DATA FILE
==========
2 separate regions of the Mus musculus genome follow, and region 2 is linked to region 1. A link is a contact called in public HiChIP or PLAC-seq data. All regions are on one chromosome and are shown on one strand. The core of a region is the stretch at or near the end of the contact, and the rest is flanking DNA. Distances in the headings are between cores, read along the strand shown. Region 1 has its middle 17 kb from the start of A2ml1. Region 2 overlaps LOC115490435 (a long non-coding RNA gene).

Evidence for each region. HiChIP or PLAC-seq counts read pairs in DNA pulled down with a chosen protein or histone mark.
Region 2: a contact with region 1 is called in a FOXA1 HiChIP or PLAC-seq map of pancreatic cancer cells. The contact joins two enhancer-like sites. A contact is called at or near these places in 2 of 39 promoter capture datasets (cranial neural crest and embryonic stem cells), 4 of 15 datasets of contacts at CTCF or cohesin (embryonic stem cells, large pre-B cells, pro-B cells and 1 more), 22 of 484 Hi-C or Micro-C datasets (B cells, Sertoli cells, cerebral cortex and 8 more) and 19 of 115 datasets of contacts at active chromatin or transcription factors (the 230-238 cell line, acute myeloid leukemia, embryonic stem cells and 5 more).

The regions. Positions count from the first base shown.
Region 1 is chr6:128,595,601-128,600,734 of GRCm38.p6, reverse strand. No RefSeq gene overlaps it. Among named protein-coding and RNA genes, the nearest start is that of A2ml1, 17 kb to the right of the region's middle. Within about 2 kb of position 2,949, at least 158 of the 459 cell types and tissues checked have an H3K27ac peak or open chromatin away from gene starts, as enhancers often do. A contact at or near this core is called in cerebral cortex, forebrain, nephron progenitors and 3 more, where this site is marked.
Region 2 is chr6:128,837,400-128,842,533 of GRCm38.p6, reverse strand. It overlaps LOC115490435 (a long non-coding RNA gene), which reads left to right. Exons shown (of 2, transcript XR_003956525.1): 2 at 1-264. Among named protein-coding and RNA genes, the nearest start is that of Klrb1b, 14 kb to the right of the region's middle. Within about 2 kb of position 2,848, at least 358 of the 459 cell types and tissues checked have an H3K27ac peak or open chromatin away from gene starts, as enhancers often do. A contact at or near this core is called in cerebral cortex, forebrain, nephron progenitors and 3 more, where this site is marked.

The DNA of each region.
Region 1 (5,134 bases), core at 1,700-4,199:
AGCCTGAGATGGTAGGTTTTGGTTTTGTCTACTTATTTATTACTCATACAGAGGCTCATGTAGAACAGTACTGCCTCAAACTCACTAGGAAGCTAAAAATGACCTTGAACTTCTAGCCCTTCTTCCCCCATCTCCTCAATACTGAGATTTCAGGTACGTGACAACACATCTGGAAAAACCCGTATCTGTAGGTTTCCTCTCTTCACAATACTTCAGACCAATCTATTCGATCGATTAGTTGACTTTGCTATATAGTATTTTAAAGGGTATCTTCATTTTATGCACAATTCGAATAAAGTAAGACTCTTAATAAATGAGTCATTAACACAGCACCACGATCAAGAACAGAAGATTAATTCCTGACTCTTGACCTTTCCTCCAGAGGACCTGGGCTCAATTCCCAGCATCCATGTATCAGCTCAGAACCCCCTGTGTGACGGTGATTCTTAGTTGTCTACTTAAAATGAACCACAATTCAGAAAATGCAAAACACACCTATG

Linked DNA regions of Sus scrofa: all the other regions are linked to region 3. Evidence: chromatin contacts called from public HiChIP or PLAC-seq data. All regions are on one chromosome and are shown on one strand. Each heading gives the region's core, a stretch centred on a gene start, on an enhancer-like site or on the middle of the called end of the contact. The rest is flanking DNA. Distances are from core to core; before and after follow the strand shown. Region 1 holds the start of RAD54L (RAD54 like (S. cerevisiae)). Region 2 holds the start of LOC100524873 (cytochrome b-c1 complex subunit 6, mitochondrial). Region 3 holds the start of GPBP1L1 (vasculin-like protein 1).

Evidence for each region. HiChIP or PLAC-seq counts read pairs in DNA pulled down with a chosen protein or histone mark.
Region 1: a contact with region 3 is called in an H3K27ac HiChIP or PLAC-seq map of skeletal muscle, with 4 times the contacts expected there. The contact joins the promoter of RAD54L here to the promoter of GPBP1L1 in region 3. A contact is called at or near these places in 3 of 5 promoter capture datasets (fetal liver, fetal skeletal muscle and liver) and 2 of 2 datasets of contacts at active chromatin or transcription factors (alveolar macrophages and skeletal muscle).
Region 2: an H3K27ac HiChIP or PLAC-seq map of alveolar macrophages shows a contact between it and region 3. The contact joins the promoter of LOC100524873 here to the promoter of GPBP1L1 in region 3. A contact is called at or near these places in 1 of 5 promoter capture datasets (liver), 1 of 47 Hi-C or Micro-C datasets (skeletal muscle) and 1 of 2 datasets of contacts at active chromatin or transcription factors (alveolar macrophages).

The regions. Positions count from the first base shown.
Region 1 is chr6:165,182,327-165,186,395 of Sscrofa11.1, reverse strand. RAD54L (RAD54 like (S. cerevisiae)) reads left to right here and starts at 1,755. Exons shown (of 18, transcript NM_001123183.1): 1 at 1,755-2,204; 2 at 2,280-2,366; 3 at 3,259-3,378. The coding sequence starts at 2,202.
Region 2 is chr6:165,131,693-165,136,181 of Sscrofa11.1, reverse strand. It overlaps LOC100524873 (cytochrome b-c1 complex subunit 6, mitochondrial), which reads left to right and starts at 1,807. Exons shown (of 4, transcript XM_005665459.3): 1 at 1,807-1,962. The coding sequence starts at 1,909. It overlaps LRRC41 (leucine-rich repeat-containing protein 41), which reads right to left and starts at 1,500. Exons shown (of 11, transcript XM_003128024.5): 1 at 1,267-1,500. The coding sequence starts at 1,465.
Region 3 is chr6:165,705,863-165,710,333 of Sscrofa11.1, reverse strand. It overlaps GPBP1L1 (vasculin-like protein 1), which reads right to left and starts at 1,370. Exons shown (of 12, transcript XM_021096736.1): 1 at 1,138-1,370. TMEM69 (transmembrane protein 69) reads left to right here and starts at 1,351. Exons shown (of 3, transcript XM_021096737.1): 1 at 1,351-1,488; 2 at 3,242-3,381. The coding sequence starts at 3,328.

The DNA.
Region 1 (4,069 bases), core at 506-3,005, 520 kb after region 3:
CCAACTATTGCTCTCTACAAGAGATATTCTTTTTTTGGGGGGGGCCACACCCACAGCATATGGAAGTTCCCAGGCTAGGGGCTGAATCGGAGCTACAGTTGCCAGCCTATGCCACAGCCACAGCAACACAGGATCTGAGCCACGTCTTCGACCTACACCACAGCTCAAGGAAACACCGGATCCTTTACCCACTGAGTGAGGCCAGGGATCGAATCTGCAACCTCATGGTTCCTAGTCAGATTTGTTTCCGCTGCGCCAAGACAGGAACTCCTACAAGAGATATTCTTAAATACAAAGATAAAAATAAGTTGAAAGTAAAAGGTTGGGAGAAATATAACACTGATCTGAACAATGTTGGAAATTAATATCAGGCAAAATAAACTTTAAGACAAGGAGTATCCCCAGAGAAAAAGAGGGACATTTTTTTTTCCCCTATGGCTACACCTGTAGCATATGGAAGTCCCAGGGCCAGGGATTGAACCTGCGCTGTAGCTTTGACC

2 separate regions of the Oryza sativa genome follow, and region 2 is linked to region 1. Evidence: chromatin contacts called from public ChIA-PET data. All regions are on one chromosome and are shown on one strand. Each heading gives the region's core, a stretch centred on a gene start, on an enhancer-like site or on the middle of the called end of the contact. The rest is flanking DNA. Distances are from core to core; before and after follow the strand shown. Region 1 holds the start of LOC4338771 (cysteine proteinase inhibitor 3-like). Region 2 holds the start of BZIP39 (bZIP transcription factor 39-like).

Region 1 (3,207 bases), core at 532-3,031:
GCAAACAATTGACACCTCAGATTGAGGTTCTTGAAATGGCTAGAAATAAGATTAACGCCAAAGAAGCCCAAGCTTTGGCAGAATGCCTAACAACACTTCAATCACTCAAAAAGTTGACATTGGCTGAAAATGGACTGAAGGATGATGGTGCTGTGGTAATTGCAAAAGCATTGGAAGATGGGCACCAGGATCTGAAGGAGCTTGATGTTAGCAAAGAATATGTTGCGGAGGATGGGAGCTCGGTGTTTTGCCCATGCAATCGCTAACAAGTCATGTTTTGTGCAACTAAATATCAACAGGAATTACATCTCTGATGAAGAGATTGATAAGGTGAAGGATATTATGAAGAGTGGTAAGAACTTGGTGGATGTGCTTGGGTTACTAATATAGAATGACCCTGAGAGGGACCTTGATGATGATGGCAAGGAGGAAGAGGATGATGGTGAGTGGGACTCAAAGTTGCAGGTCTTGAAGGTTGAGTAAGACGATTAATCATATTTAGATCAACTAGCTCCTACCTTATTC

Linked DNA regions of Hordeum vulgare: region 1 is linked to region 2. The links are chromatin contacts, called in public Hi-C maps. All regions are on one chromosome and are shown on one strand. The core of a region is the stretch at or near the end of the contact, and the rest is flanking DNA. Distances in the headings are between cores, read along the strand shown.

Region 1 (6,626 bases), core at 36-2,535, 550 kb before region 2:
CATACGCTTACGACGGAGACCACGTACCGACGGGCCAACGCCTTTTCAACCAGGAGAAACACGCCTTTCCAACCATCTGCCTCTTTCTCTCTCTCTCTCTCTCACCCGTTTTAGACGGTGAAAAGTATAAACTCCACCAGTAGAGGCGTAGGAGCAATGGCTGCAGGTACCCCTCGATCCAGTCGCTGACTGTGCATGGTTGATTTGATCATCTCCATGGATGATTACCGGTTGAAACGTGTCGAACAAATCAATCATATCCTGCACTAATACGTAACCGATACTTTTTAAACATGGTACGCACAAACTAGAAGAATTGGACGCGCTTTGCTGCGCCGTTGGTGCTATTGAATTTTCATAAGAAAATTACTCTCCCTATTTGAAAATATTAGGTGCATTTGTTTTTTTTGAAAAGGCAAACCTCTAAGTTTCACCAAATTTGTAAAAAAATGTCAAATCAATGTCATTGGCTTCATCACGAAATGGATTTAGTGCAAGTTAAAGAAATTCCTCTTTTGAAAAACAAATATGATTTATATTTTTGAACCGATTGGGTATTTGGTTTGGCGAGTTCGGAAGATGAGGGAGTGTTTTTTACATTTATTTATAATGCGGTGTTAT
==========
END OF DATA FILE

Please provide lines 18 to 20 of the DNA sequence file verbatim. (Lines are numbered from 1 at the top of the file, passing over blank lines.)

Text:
The DNA.
Region 1 (4,069 bases), core at 506-3,005, 520 kb after region 3:
CCAACTATTGCTCTCTACAAGAGATATTCTTTTTTTGGGGGGGGCCACACCCACAGCATATGGAAGTTCCCAGGCTAGGGGCTGAATCGGAGCTACAGTTGCCAGCCTATGCCACAGCCACAGCAACACAGGATCTGAGCCACGTCTTCGACCTACACCACAGCTCAAGGAAACACCGGATCCTTTACCCACTGAGTGAGGCCAGGGATCGAATCTGCAACCTCATGGTTCCTAGTCAGATTTGTTTCCGCTGCGCCAAGACAGGAACTCCTACAAGAGATATTCTTAAATACAAAGATAAAAATAAGTTGAAAGTAAAAGGTTGGGAGAAATATAACACTGATCTGAACAATGTTGGAAATTAATATCAGGCAAAATAAACTTTAAGACAAGGAGTATCCCCAGAGAAAAAGAGGGACATTTTTTTTTCCCCTATGGCTACACCTGTAGCATATGGAAGTCCCAGGGCCAGGGATTGAACCTGCGCTGTAGCTTTGACC